Glad you're alright, pinkrobe. I put together a homebrew halogen setup over the past few weeks (plenty of leisurely revisions and improvements as I went along) and I've had at least two instances now where cars literally stopped and waited like 15 seconds at cross-street stopsigns for me to approach and pass. I guess they can't figure out what the 50 watt light zigging towards them is and don't dare judge the speed lest it turn out to be a motorcycle or a freight train or something. I keep the 50 watt MR16 pointed pretty much straight ahead for getting the attention of absentminded drivers, and I have a 20 watt spot aimed down to cast a nice beam on the 30 feet in front of me. Handlebar-mounted switches to control system power and flip between high and low beams.
    from Minneapolis, with bike love

  6. #6
    34x25 FTW! oboeguy's Avatar
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    Yikes! Do you use a blinker along with the bada55 HID?

    I have to agree with posts above suggesting that non-cyclists don't get how fast we can go. It happens all the time to me during the DAY, drivers acting as if I'm tooling along at a snail's pace when I am in fact going quite fast. Scary stuff ensues.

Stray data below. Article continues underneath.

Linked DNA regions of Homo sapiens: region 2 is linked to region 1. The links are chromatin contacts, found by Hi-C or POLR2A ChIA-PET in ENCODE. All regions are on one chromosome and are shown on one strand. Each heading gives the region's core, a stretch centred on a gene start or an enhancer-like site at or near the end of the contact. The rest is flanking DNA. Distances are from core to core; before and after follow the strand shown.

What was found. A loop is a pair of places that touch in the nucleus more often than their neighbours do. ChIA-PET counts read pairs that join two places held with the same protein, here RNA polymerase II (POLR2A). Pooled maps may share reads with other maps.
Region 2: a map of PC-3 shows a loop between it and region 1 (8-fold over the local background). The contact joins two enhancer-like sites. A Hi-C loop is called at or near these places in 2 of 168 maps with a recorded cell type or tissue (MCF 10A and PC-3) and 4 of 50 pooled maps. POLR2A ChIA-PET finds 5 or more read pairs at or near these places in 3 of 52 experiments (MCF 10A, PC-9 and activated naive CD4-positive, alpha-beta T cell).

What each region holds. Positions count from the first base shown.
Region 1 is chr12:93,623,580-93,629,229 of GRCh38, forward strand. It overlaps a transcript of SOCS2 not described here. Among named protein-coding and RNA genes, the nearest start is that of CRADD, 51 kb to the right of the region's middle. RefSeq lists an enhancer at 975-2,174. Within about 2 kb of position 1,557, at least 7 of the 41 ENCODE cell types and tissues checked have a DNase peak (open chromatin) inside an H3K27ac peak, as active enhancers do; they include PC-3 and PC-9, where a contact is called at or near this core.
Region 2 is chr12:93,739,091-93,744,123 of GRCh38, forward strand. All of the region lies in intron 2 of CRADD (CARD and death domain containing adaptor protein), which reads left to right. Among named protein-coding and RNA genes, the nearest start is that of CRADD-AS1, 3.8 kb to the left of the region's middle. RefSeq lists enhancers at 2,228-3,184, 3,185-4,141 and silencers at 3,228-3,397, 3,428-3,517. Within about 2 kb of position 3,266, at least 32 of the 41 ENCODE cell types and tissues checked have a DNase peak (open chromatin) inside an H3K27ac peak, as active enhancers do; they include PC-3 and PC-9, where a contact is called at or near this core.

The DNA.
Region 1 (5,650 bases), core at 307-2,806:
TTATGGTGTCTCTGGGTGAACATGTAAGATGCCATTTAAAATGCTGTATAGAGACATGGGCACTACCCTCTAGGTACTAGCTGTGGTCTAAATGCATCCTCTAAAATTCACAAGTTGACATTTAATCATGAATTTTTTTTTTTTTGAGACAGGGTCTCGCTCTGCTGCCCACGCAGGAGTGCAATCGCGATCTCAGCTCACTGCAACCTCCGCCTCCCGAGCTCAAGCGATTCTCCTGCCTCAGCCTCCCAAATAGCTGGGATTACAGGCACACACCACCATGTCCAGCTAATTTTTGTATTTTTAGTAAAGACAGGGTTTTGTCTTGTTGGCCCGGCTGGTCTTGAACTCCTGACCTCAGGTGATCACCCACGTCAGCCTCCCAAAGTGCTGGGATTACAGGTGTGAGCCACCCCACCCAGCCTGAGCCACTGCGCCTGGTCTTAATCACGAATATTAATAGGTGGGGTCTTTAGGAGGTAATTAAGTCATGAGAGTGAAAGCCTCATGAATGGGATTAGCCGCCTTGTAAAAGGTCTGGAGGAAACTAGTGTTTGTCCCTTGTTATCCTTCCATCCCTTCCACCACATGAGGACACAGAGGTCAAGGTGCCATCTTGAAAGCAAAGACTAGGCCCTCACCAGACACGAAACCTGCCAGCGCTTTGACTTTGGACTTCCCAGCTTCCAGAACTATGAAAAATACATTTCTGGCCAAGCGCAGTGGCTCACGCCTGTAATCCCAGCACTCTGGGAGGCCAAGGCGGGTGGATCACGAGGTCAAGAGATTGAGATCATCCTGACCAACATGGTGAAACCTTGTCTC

Quote Originally Posted by Blue Order
    Quote Originally Posted by sknhgy
    I do not want to be associated with the kind of riders that come through my neck of the woods on weekends, dressed in superhero costumes
    Do they wear capes?
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  7. #7
    DNPAIMFB pinkrobe's Avatar
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    Sigh. I have a hard time staying mad at anyone, and I'm mostly glad I didn't get run over. I switched from a 10W to the HID halogen light at the beginning of January, and cars really do treat me differently [for the most part]. In the last month or so, I've had cars pull off to the side of the road as I approach on half a dozen occasions. They don't pull out in front of me [for the most part].